Turkey’s Syrian Conundrum
Turkey’s secular democracy is increasingly establishing itself as a fulcrum for East-West relations, notably as a bridge to Iran and Syria. Its pending application to join the European Union is seen by some to be a powerful opportunity for better Middle East relations, enriching the possibilities of a more effective and substantial EU foreign policy. Others are uncomfortable with a perceived cultural misfit and there is a fear of Turkey’s neighbors as the main source of Europe’s security concerns.
But most policymakers in the West have welcomed Turkey’s growing rapprochement with Syria and since the Syrian uprising five months ago, are hoping that Turkey can use its influence to stop the bloodshed. Turkey’s Foreign Minister Ahmed Davutoglu appealed on August 9, 2011 to Syria’s President Bashar al-Assad to stop killing civilians, saying that Turkey is “running out of patience” with its neighbor. Assad subsequently gave assurances to the Turkish but armed repression still continues, with some 1600 dead since protests began, causing many refugees, including Syrian Kurds, to flee across the 870 kilometer border into Turkey.
Secretary of State Hillary Clinton again called on Turkey this week to use its influence in Syria to stop using force against civilians. Turkey has deplored the “savagery” but has refrained from calling for Assad’s departure as the US requested. The Syrian opposition is slow to offer a credible and viable political alternative to Assad whose survival now depends on the Syrian business community. While the merchant families of Aleppo and Damascus continue to support the pro-regime paramilitary groups, most of the powerful silent majority fear civil war more than shifting their political allegiance and the situation is a painful and tragic stalemate for the regime and the protesters.
The Turks are reluctant to consider sanctions on Syria because of the close intertwining of the countries. In fact, Prime Minister Erdogan is on record saying that Syria is considered an internal Turkish matter — meaning whatever happens in Syria will have an immediate impact on Turkey. Both sides therefore recognize the complex dangers of rapid change and destabilization and Syria presumably does not want its growing international isolation to include EU oil sanctions. Apart from freezing assets of prominent Syrian businessmen and calling for a fact finding mission to gather evidence to try Assad by an international war crimes tribunal, the West is relatively powerless. As Randa Slim, scholar at the Middle East Institute said recently, “The lighter the footprint of the international community, the more credible will be the outcome to the majority of Syrians.” Certainly, it is clear that the NATO involvement in Libya and Afghanistan means there are no resources available for armed intervention on humanitarian grounds from the EU or the US.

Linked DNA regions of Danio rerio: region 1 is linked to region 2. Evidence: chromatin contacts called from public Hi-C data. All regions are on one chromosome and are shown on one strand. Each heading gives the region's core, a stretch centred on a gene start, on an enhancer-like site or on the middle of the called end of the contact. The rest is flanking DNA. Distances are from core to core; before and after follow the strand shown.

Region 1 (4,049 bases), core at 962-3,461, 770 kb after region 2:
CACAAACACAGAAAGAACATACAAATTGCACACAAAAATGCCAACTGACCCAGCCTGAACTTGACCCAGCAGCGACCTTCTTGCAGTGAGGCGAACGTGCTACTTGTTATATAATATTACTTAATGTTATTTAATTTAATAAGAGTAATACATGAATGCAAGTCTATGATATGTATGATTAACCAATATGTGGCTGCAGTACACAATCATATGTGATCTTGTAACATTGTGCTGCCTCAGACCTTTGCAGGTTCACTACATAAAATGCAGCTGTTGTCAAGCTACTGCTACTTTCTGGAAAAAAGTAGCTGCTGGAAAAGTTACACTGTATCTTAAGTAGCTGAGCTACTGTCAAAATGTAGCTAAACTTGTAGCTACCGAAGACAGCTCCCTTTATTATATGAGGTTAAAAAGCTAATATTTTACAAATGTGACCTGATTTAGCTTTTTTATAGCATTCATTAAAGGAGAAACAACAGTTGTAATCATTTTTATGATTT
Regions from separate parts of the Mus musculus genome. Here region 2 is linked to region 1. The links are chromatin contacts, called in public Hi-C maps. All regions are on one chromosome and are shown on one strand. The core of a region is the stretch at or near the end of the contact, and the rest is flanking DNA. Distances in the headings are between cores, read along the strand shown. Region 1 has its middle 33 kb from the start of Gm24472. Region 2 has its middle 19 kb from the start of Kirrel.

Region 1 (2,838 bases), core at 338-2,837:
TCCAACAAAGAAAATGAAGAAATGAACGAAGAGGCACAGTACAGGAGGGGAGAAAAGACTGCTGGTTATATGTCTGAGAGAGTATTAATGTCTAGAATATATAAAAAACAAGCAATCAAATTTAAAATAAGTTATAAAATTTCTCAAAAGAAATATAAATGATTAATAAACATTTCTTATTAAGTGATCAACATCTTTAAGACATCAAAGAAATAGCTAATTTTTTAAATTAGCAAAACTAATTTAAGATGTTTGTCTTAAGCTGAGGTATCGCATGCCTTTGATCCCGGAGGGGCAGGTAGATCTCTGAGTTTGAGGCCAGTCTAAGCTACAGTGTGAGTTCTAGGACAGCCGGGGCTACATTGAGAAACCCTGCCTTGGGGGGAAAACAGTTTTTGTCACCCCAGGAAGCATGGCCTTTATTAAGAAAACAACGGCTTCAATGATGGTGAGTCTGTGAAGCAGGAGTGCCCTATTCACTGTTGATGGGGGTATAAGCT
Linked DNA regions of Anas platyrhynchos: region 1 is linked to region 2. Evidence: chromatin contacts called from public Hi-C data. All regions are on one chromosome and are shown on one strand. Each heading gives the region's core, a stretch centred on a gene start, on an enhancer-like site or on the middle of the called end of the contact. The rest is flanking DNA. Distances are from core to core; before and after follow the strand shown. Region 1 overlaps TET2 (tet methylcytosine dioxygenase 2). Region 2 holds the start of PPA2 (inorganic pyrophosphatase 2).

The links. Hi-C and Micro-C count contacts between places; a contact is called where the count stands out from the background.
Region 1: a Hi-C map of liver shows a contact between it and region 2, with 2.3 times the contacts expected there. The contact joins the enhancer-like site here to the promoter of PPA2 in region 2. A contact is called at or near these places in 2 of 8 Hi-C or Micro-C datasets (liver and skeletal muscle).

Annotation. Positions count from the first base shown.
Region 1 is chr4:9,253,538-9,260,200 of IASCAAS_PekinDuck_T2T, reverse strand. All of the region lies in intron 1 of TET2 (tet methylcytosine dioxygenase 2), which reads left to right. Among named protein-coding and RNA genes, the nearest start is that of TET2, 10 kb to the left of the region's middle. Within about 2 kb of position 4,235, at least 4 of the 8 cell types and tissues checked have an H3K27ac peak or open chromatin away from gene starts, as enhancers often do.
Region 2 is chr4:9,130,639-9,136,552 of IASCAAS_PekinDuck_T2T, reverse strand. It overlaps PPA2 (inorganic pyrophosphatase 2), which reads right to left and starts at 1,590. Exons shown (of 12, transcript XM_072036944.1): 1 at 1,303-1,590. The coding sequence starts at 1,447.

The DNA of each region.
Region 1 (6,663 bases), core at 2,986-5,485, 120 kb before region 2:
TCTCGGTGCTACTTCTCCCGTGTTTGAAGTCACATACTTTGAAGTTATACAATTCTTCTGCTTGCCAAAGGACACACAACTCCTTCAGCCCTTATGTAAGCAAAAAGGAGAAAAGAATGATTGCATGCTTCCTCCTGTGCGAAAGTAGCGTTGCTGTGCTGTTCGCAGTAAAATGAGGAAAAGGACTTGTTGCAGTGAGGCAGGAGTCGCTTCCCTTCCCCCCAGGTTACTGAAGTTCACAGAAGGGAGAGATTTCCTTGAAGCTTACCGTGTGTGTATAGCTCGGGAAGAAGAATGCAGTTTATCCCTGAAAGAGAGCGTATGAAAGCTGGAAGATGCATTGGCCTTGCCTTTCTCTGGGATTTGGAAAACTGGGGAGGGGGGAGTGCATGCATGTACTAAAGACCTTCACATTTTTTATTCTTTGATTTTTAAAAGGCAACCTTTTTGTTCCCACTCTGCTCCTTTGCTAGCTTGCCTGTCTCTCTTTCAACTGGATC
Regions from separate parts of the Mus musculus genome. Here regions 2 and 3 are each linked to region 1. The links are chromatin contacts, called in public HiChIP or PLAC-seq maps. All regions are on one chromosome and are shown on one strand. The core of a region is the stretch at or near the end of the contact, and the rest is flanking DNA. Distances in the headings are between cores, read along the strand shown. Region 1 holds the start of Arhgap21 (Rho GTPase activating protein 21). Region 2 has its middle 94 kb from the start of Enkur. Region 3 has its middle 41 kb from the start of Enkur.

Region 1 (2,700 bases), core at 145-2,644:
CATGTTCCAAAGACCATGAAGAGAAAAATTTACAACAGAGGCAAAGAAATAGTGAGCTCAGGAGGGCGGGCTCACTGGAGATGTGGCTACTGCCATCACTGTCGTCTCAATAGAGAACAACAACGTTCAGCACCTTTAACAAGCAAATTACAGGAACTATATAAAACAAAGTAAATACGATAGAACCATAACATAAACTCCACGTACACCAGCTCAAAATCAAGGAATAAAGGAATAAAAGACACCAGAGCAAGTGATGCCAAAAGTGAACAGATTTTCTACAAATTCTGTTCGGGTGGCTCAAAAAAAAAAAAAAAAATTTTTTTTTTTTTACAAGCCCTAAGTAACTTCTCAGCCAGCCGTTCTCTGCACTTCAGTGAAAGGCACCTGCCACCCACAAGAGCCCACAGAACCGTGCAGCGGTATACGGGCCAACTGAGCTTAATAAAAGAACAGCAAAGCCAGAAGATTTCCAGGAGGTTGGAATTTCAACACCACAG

Until the recent signs of a strained friendship, Turkey and Syria have been enjoying a friendly relationship ever since 2003 when Turkey refused to cooperate with the US over the Iraq invasion. This signal that Turkey could operate independently of the US gained it respect from other Middle Eastern countries. Turkey has also shown its independence of the power of its armed forces which has been significant in past Turkish history. Recent events have seen a gradual shift from military to civilian rule, with the arrest and trials for treason of over 200 officers and 40 generals in recent years, culminating in the resignations in August of the Chief of Staff and three top command staff.
Turkish Prime Minister Recep Tayyip Erdogan is a pious Muslim and a pragmatic legislator, currently working to establish a new constitution which will make Turkey an ‘advanced democracy’. Some feel relief that he has broken the stranglehold of the generals on Turkey’s foreign and domestic policies, while the opposition parties fear that Erdogan’s AKP party is taking on too much power. There is concern for example, that Turkey has fallen to 138th out of 178 countries in the World Press Freedom index.
But Turkey’s economy is strong and as long as the country prospers, Erdogan has no need of total international or European approval. In fact the EU needs him as a broker of peace and stability in the Middle East. Turkey’s relationship with Syria has been strengthened through bilateral trade deals which reached $2.5 billion in 2010 and mutual agreements have been reached on issues such as the Arab Natural Gas Pipeline, water rights, terrorism and regional relationships with Iraq, Israel-Palestine and Lebanon.
The big question now is how relations will develop with Iran, as Syria is the only ally Iran has in the Arab world. With both Turkey and Iran as major stakeholders in Syria, and with their complex relationship creating differing ideas about the Syrian crisis, there will be some tense repositioning in the days ahead.
In the meantime, the spotlight is on Turkey, once called The Sick Man of Europe, but now the new powerhouse in the region. As a democratizing, secular, though mainly Muslim country, Turkey is a powerful example to other Arab Spring countries like Egypt attempting to reach a similar balance. It is assumed that Turkey will see its influence in Syria increase as events play out, reinforcing Turkey’s emergence as the major regional power player.
Dr. Azeem Ibrahim is a Fellow and Member of the Board of Directors at the Institute of Social Policy and Understanding and a former Research Scholar at the Kennedy School of Government at Harvard and World Fellow at Yale.
This article was originally published by the Huffington Post.
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